Jack's Skillet
by Jack Butler

1997. 258 pages. 50+ recipes.

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(On post-vacation let down): "These are the times when I need comfort food...I need the old tried-and-true, the stuff that got me through the bewilderment of early childhood, the horrible hundred months of adolescence..." - Jack Butler

Crumbly Caketop Cobblers

-Universal Black Iron Skillet Pie Crust


-Spinach Quiche


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I'm a little bit in love with Jack Butler. He's the author of Jack's Skillet. Jack Butler is my kind of guy. He likes to ponder the big issues like the meaning of life, the power of family, and what he's going to make for dinner. He's a proud defender of the humble black iron skillet, and proves that you don't need a Porche-priced pan to fry catfish or simmer chili or even make something a little fancier like Capered Chicken Kiev. And to make Skillet Cornbread in anything other than a plain old iron skillet would be like dressing Hank Williams in some cockamamie Versace get-up. Did I mention the picture of Jack Butler on the book cover? That he is very, very attractive?

By the time you finish the book (not that you need to read it straight through, but his storytelling style may make you want to) you know that Butler is a novelist, a poet, a husband (seems he finally got it right the third time around), a father, and the son of Mississippi Baptist preacher. Maybe it's his good ole boy roots that give his narrative an easy, unhurried pace. (This may drive Type-A types crazy.)

Guys who wouldn't ordinarily be caught dead within a three-aisle radius of the cookbook section of Barnes & Noble might think Jack's Skillet is not half bad because Jack is a Real Guy. (He has ripped rotting insulation out of his house; he plays pick-up games of basketball.) Which doesn't mean that he doesn't know the way to a woman's heart. (On Sundays he asks his wife what he can make her for breakfast; he likes farmers' markets.) He simply sidesteps culinary and sexual stereotyping. He's no vegetarian but he makes a mean Meat-Less Loaf (with tofu no less). He has finally stopped referring to all pasta as "spaghetti" (although he realizes that adding the word "pasta" to his vocab might "cause them to check your ID at the Good Old Boys Club)....but he still washes it down with a tumbler of Wild Turkey.

The book is a collection of food essays, most of which finish with one of his recipes, an eclectic mix of Southern cooking (Catfish Lite), homey goodness (Chicken Pot Pie), family hand-me-downs (Mom's Chow Chow), his own inventions (Creperitos), and modern standards (Spinach Quiche -Yes, real men not only eat quiche, but some even make it). His Black Iron Skillet Pie Crust is a straightforward classic and is the foundation for a number of his recipes such as his Crumbly Caketop Cobbler. This cobbler has an intriguing twist: the top develops a matte glossy surface like a just iced-over pond, which gives it a satisfying crunch when you bite into it.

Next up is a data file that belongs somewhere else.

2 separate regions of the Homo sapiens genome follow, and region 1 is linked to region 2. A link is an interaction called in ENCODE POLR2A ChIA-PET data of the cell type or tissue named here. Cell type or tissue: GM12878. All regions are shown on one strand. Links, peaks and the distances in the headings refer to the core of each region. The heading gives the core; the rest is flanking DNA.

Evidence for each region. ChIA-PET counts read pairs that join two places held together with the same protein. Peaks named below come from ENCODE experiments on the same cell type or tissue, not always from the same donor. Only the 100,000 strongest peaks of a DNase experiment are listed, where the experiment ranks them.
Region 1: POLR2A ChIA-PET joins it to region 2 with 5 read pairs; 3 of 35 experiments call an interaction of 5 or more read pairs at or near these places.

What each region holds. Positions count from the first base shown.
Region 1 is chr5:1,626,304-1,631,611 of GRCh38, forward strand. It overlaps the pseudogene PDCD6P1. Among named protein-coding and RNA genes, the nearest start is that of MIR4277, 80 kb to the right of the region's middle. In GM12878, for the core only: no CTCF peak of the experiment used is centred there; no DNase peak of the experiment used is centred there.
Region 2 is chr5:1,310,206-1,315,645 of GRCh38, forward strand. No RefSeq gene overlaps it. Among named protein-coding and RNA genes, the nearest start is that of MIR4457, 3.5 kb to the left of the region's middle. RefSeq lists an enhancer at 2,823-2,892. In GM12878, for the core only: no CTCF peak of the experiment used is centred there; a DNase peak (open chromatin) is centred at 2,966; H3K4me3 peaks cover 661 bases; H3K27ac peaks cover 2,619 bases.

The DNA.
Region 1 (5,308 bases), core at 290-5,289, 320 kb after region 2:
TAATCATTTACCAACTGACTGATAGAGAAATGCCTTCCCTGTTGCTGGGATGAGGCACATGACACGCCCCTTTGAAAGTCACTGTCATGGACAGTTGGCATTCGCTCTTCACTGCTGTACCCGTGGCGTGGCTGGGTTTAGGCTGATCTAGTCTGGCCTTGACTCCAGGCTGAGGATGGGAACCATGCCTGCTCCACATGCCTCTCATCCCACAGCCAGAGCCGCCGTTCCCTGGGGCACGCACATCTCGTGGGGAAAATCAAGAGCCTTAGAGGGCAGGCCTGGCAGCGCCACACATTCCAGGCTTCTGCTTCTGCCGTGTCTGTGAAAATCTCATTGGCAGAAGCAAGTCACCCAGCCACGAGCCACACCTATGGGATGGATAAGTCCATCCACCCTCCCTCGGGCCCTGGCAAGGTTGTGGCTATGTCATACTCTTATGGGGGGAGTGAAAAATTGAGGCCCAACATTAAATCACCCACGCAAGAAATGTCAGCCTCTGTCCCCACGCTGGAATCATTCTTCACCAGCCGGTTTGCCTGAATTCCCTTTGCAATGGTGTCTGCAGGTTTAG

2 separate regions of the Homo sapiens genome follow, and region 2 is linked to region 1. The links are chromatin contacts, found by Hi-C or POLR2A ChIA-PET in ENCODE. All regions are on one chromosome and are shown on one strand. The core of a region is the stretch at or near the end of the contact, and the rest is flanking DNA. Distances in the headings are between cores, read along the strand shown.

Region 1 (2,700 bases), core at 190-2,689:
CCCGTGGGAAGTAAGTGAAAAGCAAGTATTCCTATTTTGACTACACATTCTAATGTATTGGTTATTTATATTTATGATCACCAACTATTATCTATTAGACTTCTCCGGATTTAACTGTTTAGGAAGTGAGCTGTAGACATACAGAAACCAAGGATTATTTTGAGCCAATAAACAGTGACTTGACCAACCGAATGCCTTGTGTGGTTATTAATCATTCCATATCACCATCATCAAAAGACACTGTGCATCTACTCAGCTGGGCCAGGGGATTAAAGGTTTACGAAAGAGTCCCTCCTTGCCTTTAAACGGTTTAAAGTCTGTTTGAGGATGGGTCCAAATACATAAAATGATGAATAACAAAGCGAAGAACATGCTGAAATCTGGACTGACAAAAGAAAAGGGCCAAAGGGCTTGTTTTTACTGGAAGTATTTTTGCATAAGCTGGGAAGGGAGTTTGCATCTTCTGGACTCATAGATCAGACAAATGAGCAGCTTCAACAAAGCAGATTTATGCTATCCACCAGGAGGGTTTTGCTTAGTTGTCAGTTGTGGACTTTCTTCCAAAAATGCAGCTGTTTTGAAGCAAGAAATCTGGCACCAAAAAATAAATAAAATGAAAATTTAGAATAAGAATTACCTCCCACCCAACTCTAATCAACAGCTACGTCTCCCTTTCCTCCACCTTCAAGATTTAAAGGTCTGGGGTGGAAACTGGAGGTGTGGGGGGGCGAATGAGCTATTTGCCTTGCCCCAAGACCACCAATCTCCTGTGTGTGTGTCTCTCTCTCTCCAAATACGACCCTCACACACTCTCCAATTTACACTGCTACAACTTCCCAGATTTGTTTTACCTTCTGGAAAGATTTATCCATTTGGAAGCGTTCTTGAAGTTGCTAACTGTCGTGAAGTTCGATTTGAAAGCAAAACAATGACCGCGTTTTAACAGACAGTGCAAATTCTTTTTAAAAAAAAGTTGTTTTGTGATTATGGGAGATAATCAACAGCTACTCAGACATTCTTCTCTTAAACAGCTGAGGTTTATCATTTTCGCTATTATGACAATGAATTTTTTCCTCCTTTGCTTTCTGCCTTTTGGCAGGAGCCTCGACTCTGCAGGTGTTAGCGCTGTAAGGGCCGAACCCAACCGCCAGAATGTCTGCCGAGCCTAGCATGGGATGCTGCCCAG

Butler often gets to the recipe part of an essay by a circuitous stream-of-consciousness route. The essay "Avocados are My Avocation" starts with a musing on food as part of one's personal history: Oranges remind him of childhood Christmas'; avocados take him back to early adulthood when he was "writing poetry and trying as hard as I could to be a part of some latter-day lost generation". Which merges into a brief elegy for the sixties...."those were good and fascinating times, and I admire us as we were then, determined, fuzzy, hopeless, and full of good will. And full of avocado sandwiches." OK. Now he's ready to tell you how to make the World's Best Avocado Sandwich.

Butler gives two versions of each recipe. He presents the recipe in the standard format at the end of each essay. He precedes this with a laid-back one- or two-page dialogue which takes you through the whole process. His tone is so conversational that it's easy to imagine he's in the kitchen next to you chopping, chatting, maybe pausing every now and then for a sip of one of Jayme's Killer Margaritas.

Butler calls himself "the original improvisational cook", tracing his "penchant for wild-card experimentation" to his father, the creator of jalapeno chocolate cake. (Don't ask.) His free-wheeling attitude may not be the ticket for absolute beginner cooks. But for anyone itching to loosen up in the kitchen, Jack's the man. He's a big fan of trial and error, and cuts fear of failure down to size ("... suppose things do go totally wrong, what have you lost?" Not much.) After reading some of his recipe ramblings, you get a feel for the rhythm and reason in improvising. Here's a snippet of his instructive muttering as he invents Refrigerator Soup: "...Spices. Bay leaves? No, no, no too angry for this. Dill, no....Marjoram? Ok, just a touch, don't get too enthusiastic." On the other hand, he doesn't "believe in doing too much tinkering with a good thing", citing his basic biscuit recipe. Then, with a smile and a shrug he contradicts his own belief as he recounts the day he ran out of buttermilk and used goat cheese instead in his biscuits. I gotta say here, though, that there are a lot of recipes I didn't feel compelled to try like Post-War Pork and Beans Sandwich or Mutton Stew. (I realize these recipes would be music to someone else's mouth.)

Butler understands that we yearn for something other than meals that are convenience-driven (did somebody say Mc Donald's?) or perfection-driven (did somebody say Martha?). "What we really want is that sense of comfort and home that meals ought to provide." That's what Jack's Skillet is all about. Oh, and one other thing he wants to keep in mind when you're cooking: "Don't be afraid to play with your food."